With a depth of 420 feet and a surface area of nearly ten square miles, Waldo Lake is the second largest natural alpine lake in Oregon after Crater Lake. Classified as non-alkali, Waldo Lake does not support plant growth due to a lack of inlets that bring nutrients to support plant life. This means the water is incredibly clear—signs say you can see an average depth of 100-feet, an experience that is both breathtaking and somewhat disconcerting. Motorized boats are no longer permitted on Waldo Lake and the DNR has not stocked the waters with fish for several years (this is not the place for sport fishing, but canoeing, kayaking, swimming, scuba diving, and paddleboarding are spectacular and worth planning a road trip around).
Tip: Check out Globo Surf for more recreation ideas.
Families looking to camp near the shores of Waldo Lake have five different options (six if you include the nearby Harralson Horsecamp). I recently made a reservation at the Islet Campground on the North side of the lake. Securing a site near the water, the kids braved the cold (but manageable) shallows while I monitored their fun from one of the many benches along the Shore Line Trail.
Now the bad news.
Finding a last-minute, prime camping reservation during the middle of a global pandemic should have been the first clue Waldo Lake might be a bit “too good to be true.” Upon announcing my good fortune on social media, fiends of mine offered bug tents, mosquito face nets, and suggested pre-DEETing prior to our arrival. True to my Midwest upbringing, and above accepting help, I falsely assumed our Minnesota mosquito tolerance prepared us for the worst Oregon had to offer.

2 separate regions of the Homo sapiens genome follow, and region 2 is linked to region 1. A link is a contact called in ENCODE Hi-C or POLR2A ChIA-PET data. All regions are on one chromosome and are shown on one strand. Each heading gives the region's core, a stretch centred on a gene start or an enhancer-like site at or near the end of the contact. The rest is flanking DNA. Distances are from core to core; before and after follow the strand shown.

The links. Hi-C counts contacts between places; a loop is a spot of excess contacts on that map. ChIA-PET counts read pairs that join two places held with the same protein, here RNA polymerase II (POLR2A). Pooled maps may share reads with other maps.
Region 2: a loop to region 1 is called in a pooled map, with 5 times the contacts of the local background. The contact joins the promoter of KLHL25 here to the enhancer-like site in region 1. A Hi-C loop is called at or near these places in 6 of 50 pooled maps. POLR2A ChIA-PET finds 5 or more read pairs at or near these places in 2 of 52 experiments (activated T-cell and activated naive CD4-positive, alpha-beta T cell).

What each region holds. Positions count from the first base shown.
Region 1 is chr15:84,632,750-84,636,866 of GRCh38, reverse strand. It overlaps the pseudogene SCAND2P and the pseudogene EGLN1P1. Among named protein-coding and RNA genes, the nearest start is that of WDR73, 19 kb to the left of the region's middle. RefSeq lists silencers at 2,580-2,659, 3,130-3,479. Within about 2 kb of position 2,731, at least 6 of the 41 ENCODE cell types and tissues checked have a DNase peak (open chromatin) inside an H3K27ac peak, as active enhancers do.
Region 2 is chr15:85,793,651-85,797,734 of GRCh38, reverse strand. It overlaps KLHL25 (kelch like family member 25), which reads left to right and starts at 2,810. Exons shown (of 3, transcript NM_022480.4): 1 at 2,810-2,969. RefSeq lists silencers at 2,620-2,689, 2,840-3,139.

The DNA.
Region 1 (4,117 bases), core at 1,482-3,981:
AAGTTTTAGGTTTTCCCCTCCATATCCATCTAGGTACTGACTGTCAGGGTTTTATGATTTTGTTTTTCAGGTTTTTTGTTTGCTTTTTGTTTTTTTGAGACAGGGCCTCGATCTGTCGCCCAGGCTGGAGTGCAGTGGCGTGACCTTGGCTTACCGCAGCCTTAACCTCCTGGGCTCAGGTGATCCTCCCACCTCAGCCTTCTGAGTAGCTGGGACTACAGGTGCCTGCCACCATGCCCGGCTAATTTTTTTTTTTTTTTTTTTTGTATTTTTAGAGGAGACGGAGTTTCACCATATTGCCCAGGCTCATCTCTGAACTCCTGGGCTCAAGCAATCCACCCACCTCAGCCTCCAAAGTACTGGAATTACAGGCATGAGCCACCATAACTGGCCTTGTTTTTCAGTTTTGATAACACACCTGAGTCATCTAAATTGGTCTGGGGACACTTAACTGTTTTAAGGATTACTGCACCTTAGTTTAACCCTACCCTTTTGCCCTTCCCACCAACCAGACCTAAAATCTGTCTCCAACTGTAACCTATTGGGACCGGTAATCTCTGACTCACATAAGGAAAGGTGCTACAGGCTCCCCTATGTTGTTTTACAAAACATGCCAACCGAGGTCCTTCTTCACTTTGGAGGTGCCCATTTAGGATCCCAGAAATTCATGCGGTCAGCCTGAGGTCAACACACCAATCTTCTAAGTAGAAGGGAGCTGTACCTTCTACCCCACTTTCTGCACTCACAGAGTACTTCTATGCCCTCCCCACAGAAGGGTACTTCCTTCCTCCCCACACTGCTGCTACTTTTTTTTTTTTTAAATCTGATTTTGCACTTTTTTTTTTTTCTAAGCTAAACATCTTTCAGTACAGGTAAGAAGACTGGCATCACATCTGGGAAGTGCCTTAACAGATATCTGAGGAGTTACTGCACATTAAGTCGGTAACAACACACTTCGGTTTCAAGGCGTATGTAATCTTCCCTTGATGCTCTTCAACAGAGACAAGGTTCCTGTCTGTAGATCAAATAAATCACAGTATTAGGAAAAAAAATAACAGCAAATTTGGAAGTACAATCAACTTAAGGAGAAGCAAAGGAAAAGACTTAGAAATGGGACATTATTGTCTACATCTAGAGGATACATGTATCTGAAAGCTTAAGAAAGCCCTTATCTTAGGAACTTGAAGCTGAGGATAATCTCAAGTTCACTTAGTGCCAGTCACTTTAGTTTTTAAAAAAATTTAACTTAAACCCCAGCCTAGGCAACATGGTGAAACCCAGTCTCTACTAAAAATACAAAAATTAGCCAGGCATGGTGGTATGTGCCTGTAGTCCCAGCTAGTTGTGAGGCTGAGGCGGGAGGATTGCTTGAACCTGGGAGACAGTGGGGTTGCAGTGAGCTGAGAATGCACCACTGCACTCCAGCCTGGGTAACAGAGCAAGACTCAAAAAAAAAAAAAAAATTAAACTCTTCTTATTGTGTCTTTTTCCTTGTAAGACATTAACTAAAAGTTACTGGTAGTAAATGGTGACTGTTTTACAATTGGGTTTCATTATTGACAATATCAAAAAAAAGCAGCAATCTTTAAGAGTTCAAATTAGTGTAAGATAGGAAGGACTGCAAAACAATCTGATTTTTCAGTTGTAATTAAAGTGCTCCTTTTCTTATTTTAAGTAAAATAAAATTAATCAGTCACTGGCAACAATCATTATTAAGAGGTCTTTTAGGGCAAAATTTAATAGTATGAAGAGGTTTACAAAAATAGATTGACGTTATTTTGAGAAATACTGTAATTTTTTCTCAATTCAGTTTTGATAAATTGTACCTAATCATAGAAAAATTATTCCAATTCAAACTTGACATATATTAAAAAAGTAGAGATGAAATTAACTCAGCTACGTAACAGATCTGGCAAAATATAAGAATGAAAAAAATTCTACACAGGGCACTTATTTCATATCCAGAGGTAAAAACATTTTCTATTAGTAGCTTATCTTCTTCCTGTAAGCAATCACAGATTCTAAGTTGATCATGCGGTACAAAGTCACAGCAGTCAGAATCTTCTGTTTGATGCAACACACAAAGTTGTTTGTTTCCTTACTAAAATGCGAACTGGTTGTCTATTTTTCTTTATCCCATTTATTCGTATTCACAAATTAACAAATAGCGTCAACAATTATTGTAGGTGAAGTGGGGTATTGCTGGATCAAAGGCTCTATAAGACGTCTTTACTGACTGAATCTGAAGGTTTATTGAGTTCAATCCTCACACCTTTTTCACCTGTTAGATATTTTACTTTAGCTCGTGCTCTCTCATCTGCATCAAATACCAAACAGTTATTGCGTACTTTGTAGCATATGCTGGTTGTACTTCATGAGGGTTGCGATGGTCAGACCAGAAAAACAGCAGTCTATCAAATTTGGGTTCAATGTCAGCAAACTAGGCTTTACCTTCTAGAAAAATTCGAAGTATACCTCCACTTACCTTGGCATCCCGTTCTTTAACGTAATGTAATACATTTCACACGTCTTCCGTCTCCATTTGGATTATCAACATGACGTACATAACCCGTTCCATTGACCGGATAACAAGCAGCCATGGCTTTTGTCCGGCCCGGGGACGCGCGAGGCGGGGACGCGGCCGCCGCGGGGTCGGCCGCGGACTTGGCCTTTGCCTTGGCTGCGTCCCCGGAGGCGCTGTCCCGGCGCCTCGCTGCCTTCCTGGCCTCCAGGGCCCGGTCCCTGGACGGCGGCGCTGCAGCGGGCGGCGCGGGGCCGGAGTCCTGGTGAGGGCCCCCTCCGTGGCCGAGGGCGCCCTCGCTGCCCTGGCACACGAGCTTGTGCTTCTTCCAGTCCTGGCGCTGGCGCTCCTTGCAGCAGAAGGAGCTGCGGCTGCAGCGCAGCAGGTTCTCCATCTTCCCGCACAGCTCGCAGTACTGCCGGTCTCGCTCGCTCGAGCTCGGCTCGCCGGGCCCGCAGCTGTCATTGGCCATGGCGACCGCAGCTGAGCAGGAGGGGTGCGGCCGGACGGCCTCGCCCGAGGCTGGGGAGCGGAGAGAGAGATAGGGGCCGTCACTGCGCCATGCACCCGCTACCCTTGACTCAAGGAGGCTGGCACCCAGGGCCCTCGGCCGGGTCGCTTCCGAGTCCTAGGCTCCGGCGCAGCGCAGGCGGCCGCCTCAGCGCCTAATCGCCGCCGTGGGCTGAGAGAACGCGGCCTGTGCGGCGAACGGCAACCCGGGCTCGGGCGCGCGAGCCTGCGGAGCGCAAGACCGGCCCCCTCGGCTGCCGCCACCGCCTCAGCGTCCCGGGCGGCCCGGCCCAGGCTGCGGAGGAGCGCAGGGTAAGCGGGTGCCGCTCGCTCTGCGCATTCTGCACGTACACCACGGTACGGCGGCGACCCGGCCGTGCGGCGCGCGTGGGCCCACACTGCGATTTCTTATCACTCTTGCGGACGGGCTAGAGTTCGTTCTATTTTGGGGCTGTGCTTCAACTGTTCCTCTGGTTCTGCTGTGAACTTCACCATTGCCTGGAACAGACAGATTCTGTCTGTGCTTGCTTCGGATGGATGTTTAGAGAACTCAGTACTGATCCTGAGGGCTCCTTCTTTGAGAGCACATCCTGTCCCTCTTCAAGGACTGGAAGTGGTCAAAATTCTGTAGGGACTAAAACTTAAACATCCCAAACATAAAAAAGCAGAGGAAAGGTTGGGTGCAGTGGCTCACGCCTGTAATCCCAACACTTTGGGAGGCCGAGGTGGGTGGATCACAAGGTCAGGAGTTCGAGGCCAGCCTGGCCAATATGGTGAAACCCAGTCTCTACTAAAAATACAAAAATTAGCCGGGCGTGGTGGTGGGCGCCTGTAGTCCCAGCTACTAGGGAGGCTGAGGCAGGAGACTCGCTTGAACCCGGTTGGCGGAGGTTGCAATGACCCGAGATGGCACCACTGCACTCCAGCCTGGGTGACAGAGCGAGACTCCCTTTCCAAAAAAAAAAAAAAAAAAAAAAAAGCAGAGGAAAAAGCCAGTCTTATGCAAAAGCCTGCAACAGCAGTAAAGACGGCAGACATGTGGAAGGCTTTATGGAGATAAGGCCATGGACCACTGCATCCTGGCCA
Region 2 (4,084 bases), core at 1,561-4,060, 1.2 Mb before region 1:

I was wrong.
We lasted eight hours before tearing down camp in record-time and heading back to the Willamette Valley. In our defense, our campground neighbors had the same tolerance for being eaten alive while standing in a cloud of campfire smoke while carrying a citronella candle to the outhouse. We also experienced a shortage of available fresh water from the campground filling stations (the water from the lake is reputed to be pure enough to drink, but I would still bring filters and/or iodine tablets); the final straw in our decision to abandon camp.
Having previously visited Waldo Lake in August, it’s worth noting the region is more manageable during the start of forest fire season (and/or the cooler spring and fall). Many folks come during this time to ride the IMBA EPIC mountain bike trail. If you go, consider mosquito repellent and/or other precautions and be prepared to enjoy one of the most pristine and pure natural experiences in the state of Oregon.
Happy Trails, until we meet again!